7. Woman as NFL Assistant Coach

Jennifer Welter was an interesting story when she played football. She's an even more interesting story now that she is coaching men, as you can see in this Time Warner Cable video. I would not be shocked to see Welter as an assistant coach on an NFL team one day. I'm serious. She could be the NFL's version of San Antonio Spurs coach Becky Hammon.

8. New Term for Union Executive Director

Congrats to DeMaurice Smith for winning reelection. Now, here is what the union needs to do: Get guaranteed contracts for players.

Baseball has them, and those guys don't have to worry about dealing with CTE. Basketball has them, and the level of violence isn't a fraction of what it is in football. The players who deserve guaranteed deals the most don't get them.

The next CBA deal with the owners is years down the road, so the union needs to build a war chest and strike, if necessary, to force the owners to guarantee all contracts. It would take a lost season, but in the end, it would be worth it.

9. Sean Gilbert Closing Speech

Sean Gilbert as a Carolina Panther in 2002.
Sean Gilbert as a Carolina Panther in 2002.Craig Jones/Getty Images

One other thing on the union president. The closing speech Gilbert gave to the player reps in an attempt to get their vote was brilliant. Not good enough, because he lost, but still brilliant. I put it here in its entirety because it really symbolizes how some players see what's happening to the sport. Gilbert isn't alone in these thoughts. The speech was emailed from Gilbert to some members of the sports media.

"This experience has been truly humbling. If I showed anyone any disrespect during this process, from the bottom of my heart I want to apologize.

This is an emotional experience because I truly believe I will be the best Executive Director.

Again, I thank you for your time and, most importantly, your dedication to your fellow players.

I have received feedback from many of you about my platform and my solutions. I appreciate that, whether it's positive or negative. The only way we get better as a union is to have full transparency and an open exchange of ideas.

I know some of you want to reopen the CBA. Others just want to get through this CBA and hope to do better in 2020.

But let me ask you this: What do you think the owners are going to ask for? Whether it's now or in 2020, the owners are going to make demands again. That's business.

Let me also ask you: How is it ever going to get better if we don't have a plan to combat against a lockout?

How is it going to get better if you continue to allow the owners to use pressure and leverage against you?

What happened in 2011 is going to play out again and again for generations upon generations of players. The owners are going to take more money and demand other things.

When this deal expires in 2020, they're going to take whatever they want because we have no answer.

It's no different than when a poorly coached defense doesn't know how to cover a particular play. The offense is going to run it again and again until you stop it.

Now, here's the other thing I know:

In the next negotiation, the owners are going to ask for 18 games again. If they don't get 18 games, they're going to take another $10 Billion from you.

I'm not guessing about that. I KNOW that.

The owners are already making plans for it. I have handed you a copy of the schedule of future Super Bowls. This schedule comes from both NFLmedia.com and the NFL Record-and-Fact book.

If you read that, you'll see that the Super Bowls in February 2017 and February 2018 don't have firm dates. They are listed as TENTATIVE.

Why do you think that is?

The reason is that the NFL wants you to play 18 games. They're hoping it happens even before this deal expires. They want the ability to move the Super Bowl back in February to adjust for more games.

The most valuable thing we have is games. The networks want more games. The networks are putting pressure on the owners to give them more games. The networks need the programming to survive.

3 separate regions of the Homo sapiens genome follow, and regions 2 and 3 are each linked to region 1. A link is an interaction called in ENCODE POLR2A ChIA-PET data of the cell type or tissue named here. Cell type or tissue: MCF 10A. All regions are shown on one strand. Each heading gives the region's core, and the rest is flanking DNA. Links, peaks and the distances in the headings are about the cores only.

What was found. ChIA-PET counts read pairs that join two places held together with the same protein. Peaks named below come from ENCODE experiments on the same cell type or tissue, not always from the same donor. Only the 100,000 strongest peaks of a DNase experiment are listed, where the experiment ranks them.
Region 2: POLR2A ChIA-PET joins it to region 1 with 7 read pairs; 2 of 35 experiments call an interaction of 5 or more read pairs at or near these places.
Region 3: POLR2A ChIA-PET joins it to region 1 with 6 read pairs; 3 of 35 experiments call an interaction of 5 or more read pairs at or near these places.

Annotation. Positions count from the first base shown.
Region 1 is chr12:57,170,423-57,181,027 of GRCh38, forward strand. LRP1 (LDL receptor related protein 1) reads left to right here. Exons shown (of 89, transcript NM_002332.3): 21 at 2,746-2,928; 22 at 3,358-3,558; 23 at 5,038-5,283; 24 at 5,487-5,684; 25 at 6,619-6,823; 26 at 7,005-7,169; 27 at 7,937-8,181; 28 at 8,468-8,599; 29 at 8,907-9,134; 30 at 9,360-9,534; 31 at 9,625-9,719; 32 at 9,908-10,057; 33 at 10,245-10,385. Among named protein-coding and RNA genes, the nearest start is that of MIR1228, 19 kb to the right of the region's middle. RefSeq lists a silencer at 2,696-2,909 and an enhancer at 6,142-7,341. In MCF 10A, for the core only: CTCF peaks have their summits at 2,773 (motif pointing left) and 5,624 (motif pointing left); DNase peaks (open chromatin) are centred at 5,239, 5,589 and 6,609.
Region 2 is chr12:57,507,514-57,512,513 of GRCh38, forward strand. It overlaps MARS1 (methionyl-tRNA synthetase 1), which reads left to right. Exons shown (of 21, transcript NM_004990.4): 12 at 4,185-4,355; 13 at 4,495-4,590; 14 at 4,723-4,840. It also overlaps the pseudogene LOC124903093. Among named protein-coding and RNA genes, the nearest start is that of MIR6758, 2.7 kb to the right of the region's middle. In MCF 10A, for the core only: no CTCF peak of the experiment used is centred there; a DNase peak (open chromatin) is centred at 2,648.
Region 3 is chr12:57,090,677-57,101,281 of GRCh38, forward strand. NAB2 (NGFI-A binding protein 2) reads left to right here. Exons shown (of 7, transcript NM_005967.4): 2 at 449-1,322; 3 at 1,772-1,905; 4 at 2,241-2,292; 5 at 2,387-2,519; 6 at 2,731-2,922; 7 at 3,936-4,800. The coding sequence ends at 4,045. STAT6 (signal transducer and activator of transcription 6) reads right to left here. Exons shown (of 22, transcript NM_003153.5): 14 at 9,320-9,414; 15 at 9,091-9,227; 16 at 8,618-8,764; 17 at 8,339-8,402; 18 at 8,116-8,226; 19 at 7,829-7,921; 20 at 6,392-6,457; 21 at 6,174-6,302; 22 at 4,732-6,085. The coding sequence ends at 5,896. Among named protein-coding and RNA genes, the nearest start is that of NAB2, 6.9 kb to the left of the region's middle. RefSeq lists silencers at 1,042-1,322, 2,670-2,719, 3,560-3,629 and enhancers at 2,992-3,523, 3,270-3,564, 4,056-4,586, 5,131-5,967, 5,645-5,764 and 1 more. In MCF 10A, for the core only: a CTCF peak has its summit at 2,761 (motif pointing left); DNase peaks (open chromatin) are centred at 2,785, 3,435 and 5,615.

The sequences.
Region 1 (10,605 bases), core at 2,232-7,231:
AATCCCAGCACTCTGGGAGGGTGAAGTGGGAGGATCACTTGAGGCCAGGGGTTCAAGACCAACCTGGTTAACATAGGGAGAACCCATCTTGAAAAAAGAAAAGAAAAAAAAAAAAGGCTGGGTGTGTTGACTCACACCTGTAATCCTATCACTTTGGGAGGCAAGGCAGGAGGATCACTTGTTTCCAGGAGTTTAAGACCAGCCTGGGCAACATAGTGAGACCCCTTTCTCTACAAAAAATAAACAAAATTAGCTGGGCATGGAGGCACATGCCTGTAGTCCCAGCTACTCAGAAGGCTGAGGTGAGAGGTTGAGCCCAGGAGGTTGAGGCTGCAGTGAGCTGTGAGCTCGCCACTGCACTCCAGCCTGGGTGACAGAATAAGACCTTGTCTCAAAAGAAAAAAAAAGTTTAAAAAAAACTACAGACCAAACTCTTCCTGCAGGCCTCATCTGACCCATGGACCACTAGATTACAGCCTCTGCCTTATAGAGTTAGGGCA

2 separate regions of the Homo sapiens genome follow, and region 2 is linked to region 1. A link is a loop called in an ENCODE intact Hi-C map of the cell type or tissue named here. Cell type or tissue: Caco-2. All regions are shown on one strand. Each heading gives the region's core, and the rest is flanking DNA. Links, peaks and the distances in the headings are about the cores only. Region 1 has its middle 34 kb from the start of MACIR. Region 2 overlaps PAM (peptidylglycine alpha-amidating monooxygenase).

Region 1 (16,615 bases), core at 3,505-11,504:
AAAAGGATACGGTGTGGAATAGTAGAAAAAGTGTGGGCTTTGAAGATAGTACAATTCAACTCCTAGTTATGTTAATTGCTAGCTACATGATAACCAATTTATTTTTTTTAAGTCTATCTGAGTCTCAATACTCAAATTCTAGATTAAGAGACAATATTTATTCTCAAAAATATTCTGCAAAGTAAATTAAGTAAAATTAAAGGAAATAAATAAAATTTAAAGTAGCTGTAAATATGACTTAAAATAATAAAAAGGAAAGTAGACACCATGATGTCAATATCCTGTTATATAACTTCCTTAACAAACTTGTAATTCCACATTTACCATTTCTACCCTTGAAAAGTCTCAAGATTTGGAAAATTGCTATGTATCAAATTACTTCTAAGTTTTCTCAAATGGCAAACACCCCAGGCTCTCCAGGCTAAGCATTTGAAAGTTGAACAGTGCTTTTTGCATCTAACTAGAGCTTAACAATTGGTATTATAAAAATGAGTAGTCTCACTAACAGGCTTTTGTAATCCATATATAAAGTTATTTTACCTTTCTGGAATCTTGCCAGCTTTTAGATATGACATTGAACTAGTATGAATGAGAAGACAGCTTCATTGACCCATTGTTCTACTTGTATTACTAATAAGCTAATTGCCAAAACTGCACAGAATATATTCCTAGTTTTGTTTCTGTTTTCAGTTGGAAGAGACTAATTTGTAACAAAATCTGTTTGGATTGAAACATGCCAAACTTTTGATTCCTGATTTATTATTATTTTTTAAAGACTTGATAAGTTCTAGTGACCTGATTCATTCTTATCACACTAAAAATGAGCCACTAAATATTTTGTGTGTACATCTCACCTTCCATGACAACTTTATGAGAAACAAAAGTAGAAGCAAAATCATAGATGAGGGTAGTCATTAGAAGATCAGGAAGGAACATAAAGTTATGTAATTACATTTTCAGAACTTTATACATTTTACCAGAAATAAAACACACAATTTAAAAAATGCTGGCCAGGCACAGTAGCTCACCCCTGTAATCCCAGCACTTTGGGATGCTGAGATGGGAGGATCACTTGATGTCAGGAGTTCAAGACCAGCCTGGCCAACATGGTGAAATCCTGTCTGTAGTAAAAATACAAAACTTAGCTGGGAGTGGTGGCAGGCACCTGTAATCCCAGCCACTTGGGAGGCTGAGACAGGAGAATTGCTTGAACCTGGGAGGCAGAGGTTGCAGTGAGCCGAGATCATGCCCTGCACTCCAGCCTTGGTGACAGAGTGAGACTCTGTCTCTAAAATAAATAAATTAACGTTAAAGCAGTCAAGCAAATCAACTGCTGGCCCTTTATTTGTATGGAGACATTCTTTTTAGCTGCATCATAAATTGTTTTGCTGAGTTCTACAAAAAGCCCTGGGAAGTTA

I know this because one of the members of my team spoke to three different owners. When the subject of 18 games came up, all three owners felt confident that in exchange for 18 games they would be willing to give us what is my platform.

The owners want to extend the playoffs into February. The owners want to play the Super Bowl on President's Day weekend, a four-day weekend that would turn the Super Bowl into a bigger event. When I brought up the idea of bidding out the Super Bowl, the owners jumped at the idea. They loved it.

They want 18 games because they believe that it's worth anywhere from $3 Billion to $4 Billion PER YEAR.

Let me repeat: $3 Billion to $4 Billion EVERY YEAR. For the players, that means that the salary cap would go up by anywhere from $46 Million to $62 Million per team.

Yes, the salary cap could be more than $200 Million in an 18-game season. That's if you do it on your terms.

Again, if you do nothing, the owners are going to take what they want because they know they can get it.

What I have for you are answers for EVERY SINGLE SCENARIO.

If you want to go back to the table with the owners, I know what to ask for.

If you want to fight them on collusion, I have the case.

If you want to fight them on a lockout, I have the internet.

If you want to be prepared for the 2020 negotiations, you better have an answer to a lockout.

The truth is that you need all those answers. You need a strategy for how to negotiate with the owners. You need to have a way to get a fair and equitable deal.

I know all of this sounds aggressive. It's not aggressive, it's business. It's leverage and pressure. It's what the owners do to you and it's what we should do to them.

In fact, it's your duty. Let me go back to where I started on Saturday. The NFLPA Constitution says we must "PAY HOMAGE TO OUR PREDECESSORS FOR THEIR COURAGE, SACRIFICE AND VISION."

I ask you to pay homage to men like Gene Upshaw and John Mackey. Pay homage to men who tried everything they could to get what you deserve. Do everything we can to PRESERVE OUR GAINS.

Have the courage to change direction.

Status Quo is unacceptable.

Change MUST be mandated.

We need to stop playing from behind. We need to think like the owners. We need to think like businessmen."

10. Historic, Class Act Retires

Roger Goodell and Patriots owner Robert Kraft.
Roger Goodell and Patriots owner Robert Kraft.Christian Petersen/Getty Images

One of the best human beings I've ever known, indeed, one of the most important players and executives in league history retired recently. Very quietly. His name is James Harris.

Harris was the general manager in Jacksonville when I got to know him and, again, have rarely met anyone with more class and decency. His importance to football is summed up beautifully in this New Yorker story.

Harris will be missed.

Mike Freeman covers the NFL for Bleacher Report.